Pension hikes to come in June

Pension hikes to come in June

The new bill by the Labor Ministry that was tabled on Monday in Parliament creates a new landscape for pensions and social security contributions. The interventions promoted have led to a strong reaction by many unions, which have decided to call a 24-hour strike for Tuesday.

Among the many changes it includes, in line with the recent decisions by the Council of State, are increases in the replacement rates for workers with more than 30 years of insured labor, at a cost that will not exceed 80 million euros for the first year of application, rising to 220 million euros in the second.

The bill further incorporates new social security categories for 1.44 million self-employed and freelance professionals who have the right to choose the level of their monthly contributions, which will also determine the level of their pension.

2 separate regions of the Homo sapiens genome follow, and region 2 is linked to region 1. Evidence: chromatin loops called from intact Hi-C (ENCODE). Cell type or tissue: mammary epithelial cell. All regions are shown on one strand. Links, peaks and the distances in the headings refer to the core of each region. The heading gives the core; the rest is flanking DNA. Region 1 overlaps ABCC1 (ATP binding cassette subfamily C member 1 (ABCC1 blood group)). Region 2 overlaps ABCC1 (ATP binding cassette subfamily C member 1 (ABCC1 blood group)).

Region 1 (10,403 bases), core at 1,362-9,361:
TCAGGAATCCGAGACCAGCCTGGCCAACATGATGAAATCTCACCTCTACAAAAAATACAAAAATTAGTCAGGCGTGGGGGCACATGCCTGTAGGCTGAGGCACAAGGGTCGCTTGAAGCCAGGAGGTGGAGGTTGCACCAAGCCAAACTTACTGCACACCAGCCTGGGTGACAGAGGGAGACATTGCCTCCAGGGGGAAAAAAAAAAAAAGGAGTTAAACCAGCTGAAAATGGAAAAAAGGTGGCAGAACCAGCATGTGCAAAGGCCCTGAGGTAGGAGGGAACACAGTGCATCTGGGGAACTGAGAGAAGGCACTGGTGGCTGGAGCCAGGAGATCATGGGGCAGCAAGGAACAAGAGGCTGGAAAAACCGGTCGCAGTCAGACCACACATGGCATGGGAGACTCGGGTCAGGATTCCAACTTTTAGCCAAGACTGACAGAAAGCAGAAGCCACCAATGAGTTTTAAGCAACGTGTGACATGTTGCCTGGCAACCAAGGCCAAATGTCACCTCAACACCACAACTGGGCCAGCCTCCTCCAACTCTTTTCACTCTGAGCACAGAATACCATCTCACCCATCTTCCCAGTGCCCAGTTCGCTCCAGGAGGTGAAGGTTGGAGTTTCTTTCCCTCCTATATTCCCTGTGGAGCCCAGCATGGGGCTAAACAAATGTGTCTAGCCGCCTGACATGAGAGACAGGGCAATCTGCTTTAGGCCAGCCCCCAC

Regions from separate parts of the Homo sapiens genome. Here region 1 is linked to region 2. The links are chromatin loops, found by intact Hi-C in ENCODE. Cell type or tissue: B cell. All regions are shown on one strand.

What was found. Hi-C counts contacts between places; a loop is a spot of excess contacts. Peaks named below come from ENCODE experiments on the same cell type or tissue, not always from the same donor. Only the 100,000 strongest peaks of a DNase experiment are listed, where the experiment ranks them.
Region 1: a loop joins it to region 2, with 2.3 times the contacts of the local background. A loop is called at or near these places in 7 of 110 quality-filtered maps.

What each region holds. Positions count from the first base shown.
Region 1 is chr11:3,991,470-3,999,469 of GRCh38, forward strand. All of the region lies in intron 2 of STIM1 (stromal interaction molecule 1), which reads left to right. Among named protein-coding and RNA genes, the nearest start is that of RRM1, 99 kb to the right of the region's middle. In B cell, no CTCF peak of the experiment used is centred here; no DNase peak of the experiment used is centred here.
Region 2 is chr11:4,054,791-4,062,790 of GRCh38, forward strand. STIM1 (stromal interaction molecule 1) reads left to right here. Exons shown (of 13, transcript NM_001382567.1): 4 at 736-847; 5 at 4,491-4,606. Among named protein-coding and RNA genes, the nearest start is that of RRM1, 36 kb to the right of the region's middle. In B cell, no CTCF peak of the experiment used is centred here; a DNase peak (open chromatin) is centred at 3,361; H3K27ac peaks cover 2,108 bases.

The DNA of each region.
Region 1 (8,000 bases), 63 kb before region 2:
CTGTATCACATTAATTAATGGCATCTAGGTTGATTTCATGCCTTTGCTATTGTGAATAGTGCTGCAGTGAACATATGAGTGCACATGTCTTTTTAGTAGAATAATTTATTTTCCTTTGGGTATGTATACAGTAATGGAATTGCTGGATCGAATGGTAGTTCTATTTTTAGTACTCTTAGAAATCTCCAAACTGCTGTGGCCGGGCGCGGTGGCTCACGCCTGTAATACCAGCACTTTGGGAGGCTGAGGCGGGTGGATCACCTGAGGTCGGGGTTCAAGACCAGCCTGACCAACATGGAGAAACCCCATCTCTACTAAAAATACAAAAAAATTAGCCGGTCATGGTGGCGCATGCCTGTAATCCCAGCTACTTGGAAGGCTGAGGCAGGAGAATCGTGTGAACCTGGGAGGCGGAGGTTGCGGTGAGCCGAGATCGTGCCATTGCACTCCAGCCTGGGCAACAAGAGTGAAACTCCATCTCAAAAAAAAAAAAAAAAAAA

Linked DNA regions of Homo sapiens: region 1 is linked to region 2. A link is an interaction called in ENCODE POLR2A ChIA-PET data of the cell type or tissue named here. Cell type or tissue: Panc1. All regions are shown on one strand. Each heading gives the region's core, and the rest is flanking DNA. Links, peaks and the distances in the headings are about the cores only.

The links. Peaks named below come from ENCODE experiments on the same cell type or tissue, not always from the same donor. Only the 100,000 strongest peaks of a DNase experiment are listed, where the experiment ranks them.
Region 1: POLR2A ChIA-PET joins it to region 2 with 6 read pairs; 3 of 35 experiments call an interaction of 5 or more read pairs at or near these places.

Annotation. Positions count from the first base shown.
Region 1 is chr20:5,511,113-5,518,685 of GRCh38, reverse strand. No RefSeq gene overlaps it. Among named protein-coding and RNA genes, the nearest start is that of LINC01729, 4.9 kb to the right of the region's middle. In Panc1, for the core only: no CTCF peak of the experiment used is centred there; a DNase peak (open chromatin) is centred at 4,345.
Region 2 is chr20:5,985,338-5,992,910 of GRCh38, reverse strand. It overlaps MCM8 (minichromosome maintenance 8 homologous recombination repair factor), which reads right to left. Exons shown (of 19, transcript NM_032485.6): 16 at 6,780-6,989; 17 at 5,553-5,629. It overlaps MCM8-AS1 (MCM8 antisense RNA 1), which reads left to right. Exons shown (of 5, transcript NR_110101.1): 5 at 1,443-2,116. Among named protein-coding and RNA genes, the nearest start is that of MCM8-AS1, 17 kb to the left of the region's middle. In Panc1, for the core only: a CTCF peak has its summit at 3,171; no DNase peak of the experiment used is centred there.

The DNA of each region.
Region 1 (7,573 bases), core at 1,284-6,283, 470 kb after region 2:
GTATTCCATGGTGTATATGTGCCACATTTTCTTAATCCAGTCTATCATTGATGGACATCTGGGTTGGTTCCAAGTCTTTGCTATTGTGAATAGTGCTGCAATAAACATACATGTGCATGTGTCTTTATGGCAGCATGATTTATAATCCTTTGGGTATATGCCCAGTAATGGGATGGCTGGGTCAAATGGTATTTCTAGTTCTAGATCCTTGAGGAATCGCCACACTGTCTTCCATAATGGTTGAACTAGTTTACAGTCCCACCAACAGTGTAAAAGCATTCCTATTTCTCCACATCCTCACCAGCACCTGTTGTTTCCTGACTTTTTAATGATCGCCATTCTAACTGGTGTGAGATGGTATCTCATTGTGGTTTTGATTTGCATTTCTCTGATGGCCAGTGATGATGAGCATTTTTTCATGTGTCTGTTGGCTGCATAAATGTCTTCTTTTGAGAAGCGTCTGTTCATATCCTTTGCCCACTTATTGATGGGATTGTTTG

Another provision concerns the reduction of contributions for full-time salaried employment as of June by 0.90 percentage points, leading to an estimated reduction of non-salary costs by 123 million euros for the second half of the year.

The pension hikes, to be granted in June in a lump sum along with the retroactive payments due from October 1, 2019, concern those who have retired since May 13, 2016 after at least 30 years of insured labor. Any pensioners who retired before the activation of the so-called Katrougalos law in May 2016 and have a small or negative personal difference in their main pensions will see it shrink and their future hikes come closer.

As of June, some 250,000 pensioners will also see an increase in their auxiliary pensions from the supplementary social security fund (ETEEAP), concerning retroactive payments from October 1. Their pensions will effectively revert to the level they were at in June 2016.

Upon presenting the bill to the competent parliamentary committee, Labor Minister Yiannis Vroutsis is also expected to submit the necessary actuarial study which he says proves the long-term sustainability of the social security system, as well as the pension sufficiency report, showing that the average living standards of pensioners remain slightly above the national average rate.

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